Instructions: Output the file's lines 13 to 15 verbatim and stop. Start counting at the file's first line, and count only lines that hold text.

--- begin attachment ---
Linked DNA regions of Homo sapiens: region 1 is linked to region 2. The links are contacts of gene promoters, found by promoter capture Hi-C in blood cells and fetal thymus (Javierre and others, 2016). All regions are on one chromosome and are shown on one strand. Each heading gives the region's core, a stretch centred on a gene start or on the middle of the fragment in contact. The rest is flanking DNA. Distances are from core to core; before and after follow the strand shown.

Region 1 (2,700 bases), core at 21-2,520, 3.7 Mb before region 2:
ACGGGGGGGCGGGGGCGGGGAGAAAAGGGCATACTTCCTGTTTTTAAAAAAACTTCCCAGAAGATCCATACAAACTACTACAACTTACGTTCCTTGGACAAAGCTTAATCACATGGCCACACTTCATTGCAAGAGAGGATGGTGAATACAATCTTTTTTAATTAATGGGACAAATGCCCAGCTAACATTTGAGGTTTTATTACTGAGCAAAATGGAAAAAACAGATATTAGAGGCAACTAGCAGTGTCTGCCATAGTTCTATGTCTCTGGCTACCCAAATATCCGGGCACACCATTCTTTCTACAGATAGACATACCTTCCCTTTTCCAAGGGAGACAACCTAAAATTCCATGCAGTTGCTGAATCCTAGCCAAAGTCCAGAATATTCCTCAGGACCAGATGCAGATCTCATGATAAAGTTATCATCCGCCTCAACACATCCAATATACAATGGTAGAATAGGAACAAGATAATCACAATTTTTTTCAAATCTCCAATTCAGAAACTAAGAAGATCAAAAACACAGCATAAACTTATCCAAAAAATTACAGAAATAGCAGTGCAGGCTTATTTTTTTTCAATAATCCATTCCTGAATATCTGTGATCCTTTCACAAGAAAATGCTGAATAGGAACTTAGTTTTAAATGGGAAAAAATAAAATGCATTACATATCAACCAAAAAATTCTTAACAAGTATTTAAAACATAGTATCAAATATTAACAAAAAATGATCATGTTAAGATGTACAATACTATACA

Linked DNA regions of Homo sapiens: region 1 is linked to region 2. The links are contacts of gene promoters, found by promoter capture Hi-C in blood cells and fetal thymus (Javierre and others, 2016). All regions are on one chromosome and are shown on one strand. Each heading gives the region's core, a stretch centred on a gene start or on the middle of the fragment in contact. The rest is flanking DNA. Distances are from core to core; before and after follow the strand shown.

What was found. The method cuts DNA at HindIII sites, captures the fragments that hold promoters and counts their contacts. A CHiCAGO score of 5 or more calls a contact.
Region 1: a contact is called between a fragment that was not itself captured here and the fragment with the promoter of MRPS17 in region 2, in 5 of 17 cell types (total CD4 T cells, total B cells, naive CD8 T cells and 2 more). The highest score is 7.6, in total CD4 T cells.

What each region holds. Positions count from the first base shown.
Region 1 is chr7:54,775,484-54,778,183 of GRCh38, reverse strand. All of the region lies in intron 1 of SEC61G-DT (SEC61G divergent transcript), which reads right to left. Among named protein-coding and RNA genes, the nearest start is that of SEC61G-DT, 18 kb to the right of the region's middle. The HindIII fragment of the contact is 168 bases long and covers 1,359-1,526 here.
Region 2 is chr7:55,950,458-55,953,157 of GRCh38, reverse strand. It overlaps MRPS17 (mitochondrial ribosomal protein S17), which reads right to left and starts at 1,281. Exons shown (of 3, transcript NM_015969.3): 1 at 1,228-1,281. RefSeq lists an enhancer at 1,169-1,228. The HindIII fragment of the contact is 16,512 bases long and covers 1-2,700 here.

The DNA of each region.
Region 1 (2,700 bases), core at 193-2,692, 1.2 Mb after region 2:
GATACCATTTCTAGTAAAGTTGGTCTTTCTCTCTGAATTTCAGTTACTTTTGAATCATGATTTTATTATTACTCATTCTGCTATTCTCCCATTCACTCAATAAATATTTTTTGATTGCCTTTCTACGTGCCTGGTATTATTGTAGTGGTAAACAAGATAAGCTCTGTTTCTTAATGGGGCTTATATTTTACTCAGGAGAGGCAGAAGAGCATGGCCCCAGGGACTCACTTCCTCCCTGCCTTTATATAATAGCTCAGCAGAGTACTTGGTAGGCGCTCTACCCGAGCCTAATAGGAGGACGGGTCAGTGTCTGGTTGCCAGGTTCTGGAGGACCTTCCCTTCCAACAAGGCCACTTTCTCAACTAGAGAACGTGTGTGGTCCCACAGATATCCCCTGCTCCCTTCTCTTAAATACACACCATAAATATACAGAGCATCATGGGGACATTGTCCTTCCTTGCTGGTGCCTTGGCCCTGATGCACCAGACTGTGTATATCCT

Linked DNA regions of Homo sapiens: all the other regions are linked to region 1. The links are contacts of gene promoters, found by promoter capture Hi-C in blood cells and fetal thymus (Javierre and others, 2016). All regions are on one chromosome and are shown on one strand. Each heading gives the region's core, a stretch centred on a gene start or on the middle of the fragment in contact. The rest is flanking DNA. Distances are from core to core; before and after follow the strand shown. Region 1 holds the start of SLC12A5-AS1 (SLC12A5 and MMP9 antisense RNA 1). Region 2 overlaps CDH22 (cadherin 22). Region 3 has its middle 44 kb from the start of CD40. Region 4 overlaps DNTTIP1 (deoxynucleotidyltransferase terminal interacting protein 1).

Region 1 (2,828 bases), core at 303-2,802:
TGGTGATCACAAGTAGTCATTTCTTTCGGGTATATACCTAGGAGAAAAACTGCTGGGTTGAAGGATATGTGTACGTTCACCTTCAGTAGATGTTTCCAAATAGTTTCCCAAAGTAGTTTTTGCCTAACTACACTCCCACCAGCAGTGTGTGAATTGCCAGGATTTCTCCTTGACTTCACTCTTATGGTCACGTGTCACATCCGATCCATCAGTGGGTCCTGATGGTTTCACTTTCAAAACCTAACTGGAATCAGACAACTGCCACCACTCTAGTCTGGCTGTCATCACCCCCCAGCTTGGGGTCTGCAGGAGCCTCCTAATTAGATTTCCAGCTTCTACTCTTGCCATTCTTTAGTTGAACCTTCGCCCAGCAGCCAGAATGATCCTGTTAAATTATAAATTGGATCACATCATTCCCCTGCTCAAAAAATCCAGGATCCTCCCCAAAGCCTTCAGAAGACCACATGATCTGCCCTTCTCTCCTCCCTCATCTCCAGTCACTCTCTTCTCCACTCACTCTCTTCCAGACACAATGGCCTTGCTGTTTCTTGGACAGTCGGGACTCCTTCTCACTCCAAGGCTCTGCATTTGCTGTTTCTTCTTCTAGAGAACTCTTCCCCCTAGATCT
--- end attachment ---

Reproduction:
Linked DNA regions of Homo sapiens: all the other regions are linked to region 1. The links are contacts of gene promoters, found by promoter capture Hi-C in blood cells and fetal thymus (Javierre and others, 2016). All regions are on one chromosome and are shown on one strand. Each heading gives the region's core, a stretch centred on a gene start or on the middle of the fragment in contact. The rest is flanking DNA. Distances are from core to core; before and after follow the strand shown. Region 1 holds the start of SLC12A5-AS1 (SLC12A5 and MMP9 antisense RNA 1). Region 2 overlaps CDH22 (cadherin 22). Region 3 has its middle 44 kb from the start of CD40. Region 4 overlaps DNTTIP1 (deoxynucleotidyltransferase terminal interacting protein 1).

Region 1 (2,828 bases), core at 303-2,802:
TGGTGATCACAAGTAGTCATTTCTTTCGGGTATATACCTAGGAGAAAAACTGCTGGGTTGAAGGATATGTGTACGTTCACCTTCAGTAGATGTTTCCAAATAGTTTCCCAAAGTAGTTTTTGCCTAACTACACTCCCACCAGCAGTGTGTGAATTGCCAGGATTTCTCCTTGACTTCACTCTTATGGTCACGTGTCACATCCGATCCATCAGTGGGTCCTGATGGTTTCACTTTCAAAACCTAACTGGAATCAGACAACTGCCACCACTCTAGTCTGGCTGTCATCACCCCCCAGCTTGGGGTCTGCAGGAGCCTCCTAATTAGATTTCCAGCTTCTACTCTTGCCATTCTTTAGTTGAACCTTCGCCCAGCAGCCAGAATGATCCTGTTAAATTATAAATTGGATCACATCATTCCCCTGCTCAAAAAATCCAGGATCCTCCCCAAAGCCTTCAGAAGACCACATGATCTGCCCTTCTCTCCTCCCTCATCTCCAGTCACTCTCTTCTCCACTCACTCTCTTCCAGACACAATGGCCTTGCTGTTTCTTGGACAGTCGGGACTCCTTCTCACTCCAAGGCTCTGCATTTGCTGTTTCTTCTTCTAGAGAACTCTTCCCCCTAGATCT